Today, the vast exchange of political ideas occurs on forums like Twitter and Facebook. When scrolling on social media, the public has become “entitled to believe  that they are viewing something of a representative cross-section” between the public’s reactions and the government’s reaction to their pronouncements. A government official’s social media account is used as a means to communicate with the public, thereby creating an appearance of a public forum. Electronic communication of this nature is so popular because it is “inexpensive,” “fast,” and “reaches a wide audience.” However, this new way to communicate comes with increased constitutional responsibilities.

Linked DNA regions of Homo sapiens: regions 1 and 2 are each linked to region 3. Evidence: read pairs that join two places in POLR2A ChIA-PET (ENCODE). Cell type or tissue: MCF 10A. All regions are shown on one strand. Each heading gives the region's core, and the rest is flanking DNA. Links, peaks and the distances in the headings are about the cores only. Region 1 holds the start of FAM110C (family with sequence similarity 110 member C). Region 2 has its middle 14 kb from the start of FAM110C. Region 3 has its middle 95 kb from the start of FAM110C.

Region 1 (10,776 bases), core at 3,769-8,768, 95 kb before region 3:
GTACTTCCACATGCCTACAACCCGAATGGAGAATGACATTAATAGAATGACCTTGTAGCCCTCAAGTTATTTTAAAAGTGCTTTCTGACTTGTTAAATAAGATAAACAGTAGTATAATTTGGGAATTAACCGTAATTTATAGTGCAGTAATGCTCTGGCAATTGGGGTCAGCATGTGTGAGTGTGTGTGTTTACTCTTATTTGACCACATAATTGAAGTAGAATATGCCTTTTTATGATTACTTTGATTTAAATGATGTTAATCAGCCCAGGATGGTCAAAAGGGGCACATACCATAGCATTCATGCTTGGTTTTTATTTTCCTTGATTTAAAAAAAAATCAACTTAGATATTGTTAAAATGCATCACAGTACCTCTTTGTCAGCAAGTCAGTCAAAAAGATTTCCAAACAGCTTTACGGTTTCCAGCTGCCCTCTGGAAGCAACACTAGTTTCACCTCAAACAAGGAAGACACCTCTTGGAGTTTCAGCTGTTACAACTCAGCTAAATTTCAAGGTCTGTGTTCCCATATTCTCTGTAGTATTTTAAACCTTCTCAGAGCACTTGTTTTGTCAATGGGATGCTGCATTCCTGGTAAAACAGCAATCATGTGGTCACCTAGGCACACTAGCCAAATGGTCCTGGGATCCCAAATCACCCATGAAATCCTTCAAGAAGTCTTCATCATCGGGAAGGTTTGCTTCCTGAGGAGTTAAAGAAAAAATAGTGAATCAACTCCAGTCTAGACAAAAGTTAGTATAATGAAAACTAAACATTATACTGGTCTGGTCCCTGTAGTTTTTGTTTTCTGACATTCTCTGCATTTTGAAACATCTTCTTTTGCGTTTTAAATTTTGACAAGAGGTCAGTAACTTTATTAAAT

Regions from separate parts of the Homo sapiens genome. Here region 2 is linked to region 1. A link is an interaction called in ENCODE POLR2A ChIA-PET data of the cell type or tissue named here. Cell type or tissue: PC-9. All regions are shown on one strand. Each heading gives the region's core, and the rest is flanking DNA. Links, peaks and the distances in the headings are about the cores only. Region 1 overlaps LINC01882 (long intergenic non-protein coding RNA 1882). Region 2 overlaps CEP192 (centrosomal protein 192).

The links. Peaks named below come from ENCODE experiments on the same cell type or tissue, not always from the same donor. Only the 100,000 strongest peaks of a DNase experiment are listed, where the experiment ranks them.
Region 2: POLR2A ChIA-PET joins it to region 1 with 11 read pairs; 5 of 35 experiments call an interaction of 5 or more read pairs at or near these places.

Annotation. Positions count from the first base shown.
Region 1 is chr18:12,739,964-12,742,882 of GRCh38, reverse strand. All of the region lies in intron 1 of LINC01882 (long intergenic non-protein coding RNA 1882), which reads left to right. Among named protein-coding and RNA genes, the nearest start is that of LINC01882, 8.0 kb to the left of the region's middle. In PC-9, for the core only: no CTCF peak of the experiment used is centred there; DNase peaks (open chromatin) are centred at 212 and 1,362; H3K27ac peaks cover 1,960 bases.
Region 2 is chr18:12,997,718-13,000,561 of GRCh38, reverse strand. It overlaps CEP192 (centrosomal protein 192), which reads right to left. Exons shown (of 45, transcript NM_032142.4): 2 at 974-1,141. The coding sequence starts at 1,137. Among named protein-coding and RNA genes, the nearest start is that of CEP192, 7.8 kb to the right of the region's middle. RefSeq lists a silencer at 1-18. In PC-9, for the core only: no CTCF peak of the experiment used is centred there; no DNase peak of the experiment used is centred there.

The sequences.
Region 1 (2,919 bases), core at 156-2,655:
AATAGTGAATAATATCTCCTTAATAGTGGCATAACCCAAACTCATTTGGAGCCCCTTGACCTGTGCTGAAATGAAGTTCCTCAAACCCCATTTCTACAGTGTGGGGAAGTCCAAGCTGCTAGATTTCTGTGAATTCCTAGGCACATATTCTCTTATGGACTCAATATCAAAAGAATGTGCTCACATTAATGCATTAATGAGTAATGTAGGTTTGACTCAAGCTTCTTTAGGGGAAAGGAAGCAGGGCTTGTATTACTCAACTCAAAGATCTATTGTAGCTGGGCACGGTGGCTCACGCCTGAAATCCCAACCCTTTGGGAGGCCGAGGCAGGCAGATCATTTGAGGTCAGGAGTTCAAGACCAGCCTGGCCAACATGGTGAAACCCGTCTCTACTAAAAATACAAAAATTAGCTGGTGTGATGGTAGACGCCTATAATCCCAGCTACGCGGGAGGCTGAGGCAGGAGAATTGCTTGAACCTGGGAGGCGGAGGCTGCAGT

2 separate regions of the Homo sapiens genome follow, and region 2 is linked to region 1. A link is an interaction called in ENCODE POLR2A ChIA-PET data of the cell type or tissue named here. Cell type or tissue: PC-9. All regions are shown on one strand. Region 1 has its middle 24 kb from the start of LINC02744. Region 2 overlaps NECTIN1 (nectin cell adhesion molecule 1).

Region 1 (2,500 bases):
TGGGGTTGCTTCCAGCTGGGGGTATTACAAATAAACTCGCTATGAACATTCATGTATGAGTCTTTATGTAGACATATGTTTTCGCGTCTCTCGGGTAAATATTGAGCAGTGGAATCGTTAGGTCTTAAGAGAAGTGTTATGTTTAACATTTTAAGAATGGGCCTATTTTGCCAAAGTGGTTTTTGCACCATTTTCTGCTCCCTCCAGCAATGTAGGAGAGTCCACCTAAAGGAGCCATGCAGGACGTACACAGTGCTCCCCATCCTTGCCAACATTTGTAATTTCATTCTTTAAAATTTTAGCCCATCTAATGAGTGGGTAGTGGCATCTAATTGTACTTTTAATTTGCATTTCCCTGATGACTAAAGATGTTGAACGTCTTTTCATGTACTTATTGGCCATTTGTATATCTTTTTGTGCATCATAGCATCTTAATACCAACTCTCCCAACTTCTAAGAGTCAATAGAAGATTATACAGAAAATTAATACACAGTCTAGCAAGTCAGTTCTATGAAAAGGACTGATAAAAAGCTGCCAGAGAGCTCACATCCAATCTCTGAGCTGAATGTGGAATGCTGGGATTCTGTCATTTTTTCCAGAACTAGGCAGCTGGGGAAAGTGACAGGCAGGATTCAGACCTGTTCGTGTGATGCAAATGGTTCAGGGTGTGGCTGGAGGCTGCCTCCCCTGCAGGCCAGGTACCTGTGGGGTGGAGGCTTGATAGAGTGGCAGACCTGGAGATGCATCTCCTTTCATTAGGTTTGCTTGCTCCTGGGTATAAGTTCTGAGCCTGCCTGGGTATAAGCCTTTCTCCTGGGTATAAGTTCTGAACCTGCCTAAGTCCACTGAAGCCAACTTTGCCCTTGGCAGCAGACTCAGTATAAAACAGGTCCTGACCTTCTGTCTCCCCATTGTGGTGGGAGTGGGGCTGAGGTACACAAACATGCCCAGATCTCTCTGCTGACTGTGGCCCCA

46 Rutgers L. Rec. 161 (2019) | WestLaw | LexisNexis | PDF